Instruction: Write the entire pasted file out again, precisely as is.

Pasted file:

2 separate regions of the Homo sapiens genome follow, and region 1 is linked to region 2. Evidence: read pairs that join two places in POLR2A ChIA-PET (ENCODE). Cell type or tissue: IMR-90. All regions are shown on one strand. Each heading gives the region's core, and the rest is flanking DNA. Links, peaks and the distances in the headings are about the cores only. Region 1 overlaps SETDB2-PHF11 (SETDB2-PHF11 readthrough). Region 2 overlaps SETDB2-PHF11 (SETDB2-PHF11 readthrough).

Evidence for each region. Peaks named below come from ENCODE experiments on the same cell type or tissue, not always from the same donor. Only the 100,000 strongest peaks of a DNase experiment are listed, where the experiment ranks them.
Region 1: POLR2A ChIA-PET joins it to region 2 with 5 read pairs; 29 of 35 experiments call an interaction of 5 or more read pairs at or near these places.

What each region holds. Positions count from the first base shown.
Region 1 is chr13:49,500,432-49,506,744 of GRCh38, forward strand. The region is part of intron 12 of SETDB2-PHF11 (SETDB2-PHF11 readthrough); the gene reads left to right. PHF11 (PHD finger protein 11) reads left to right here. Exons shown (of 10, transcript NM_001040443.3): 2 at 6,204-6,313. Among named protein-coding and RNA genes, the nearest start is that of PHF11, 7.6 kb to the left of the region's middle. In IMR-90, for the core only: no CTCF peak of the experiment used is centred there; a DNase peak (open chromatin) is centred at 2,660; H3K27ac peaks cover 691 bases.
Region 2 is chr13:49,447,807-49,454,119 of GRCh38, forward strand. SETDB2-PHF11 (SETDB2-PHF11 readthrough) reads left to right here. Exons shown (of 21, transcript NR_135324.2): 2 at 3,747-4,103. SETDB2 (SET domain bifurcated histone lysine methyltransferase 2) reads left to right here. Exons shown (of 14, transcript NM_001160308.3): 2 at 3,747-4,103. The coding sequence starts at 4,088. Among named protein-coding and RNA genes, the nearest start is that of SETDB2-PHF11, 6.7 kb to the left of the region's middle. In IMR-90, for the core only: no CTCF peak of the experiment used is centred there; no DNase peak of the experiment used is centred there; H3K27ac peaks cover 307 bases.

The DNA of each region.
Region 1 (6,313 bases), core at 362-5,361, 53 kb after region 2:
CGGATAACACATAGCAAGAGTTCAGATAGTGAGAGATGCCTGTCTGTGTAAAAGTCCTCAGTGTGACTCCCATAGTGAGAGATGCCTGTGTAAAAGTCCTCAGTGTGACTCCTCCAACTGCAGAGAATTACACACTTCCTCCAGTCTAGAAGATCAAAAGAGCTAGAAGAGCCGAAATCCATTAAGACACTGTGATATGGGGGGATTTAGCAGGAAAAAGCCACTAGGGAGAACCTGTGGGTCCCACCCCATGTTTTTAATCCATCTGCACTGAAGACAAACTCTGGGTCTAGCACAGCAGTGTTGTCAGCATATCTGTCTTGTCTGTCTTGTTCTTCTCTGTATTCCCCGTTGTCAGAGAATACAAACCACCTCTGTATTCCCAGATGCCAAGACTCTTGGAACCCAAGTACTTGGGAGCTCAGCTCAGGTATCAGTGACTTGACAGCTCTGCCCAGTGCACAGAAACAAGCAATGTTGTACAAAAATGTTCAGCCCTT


2 separate regions of the Homo sapiens genome follow, and region 1 is linked to region 2. Evidence: read pairs that join two places in POLR2A ChIA-PET (ENCODE). Cell type or tissue: IMR-90. All regions are shown on one strand. Each heading gives the region's core, and the rest is flanking DNA. Links, peaks and the distances in the headings are about the cores only. Region 1 overlaps SETDB2-PHF11 (SETDB2-PHF11 readthrough). Region 2 overlaps SETDB2-PHF11 (SETDB2-PHF11 readthrough).

Evidence for each region. Peaks named below come from ENCODE experiments on the same cell type or tissue, not always from the same donor. Only the 100,000 strongest peaks of a DNase experiment are listed, where the experiment ranks them.
Region 1: POLR2A ChIA-PET joins it to region 2 with 5 read pairs; 29 of 35 experiments call an interaction of 5 or more read pairs at or near these places.

What each region holds. Positions count from the first base shown.
Region 1 is chr13:49,500,432-49,506,744 of GRCh38, forward strand. The region is part of intron 12 of SETDB2-PHF11 (SETDB2-PHF11 readthrough); the gene reads left to right. PHF11 (PHD finger protein 11) reads left to right here. Exons shown (of 10, transcript NM_001040443.3): 2 at 6,204-6,313. Among named protein-coding and RNA genes, the nearest start is that of PHF11, 7.6 kb to the left of the region's middle. In IMR-90, for the core only: no CTCF peak of the experiment used is centred there; a DNase peak (open chromatin) is centred at 2,660; H3K27ac peaks cover 691 bases.
Region 2 is chr13:49,447,807-49,454,119 of GRCh38, forward strand. SETDB2-PHF11 (SETDB2-PHF11 readthrough) reads left to right here. Exons shown (of 21, transcript NR_135324.2): 2 at 3,747-4,103. SETDB2 (SET domain bifurcated histone lysine methyltransferase 2) reads left to right here. Exons shown (of 14, transcript NM_001160308.3): 2 at 3,747-4,103. The coding sequence starts at 4,088. Among named protein-coding and RNA genes, the nearest start is that of SETDB2-PHF11, 6.7 kb to the left of the region's middle. In IMR-90, for the core only: no CTCF peak of the experiment used is centred there; no DNase peak of the experiment used is centred there; H3K27ac peaks cover 307 bases.

The DNA of each region.
Region 1 (6,313 bases), core at 362-5,361, 53 kb after region 2:
CGGATAACACATAGCAAGAGTTCAGATAGTGAGAGATGCCTGTCTGTGTAAAAGTCCTCAGTGTGACTCCCATAGTGAGAGATGCCTGTGTAAAAGTCCTCAGTGTGACTCCTCCAACTGCAGAGAATTACACACTTCCTCCAGTCTAGAAGATCAAAAGAGCTAGAAGAGCCGAAATCCATTAAGACACTGTGATATGGGGGGATTTAGCAGGAAAAAGCCACTAGGGAGAACCTGTGGGTCCCACCCCATGTTTTTAATCCATCTGCACTGAAGACAAACTCTGGGTCTAGCACAGCAGTGTTGTCAGCATATCTGTCTTGTCTGTCTTGTTCTTCTCTGTATTCCCCGTTGTCAGAGAATACAAACCACCTCTGTATTCCCAGATGCCAAGACTCTTGGAACCCAAGTACTTGGGAGCTCAGCTCAGGTATCAGTGACTTGACAGCTCTGCCCAGTGCACAGAAACAAGCAATGTTGTACAAAAATGTTCAGCCCTT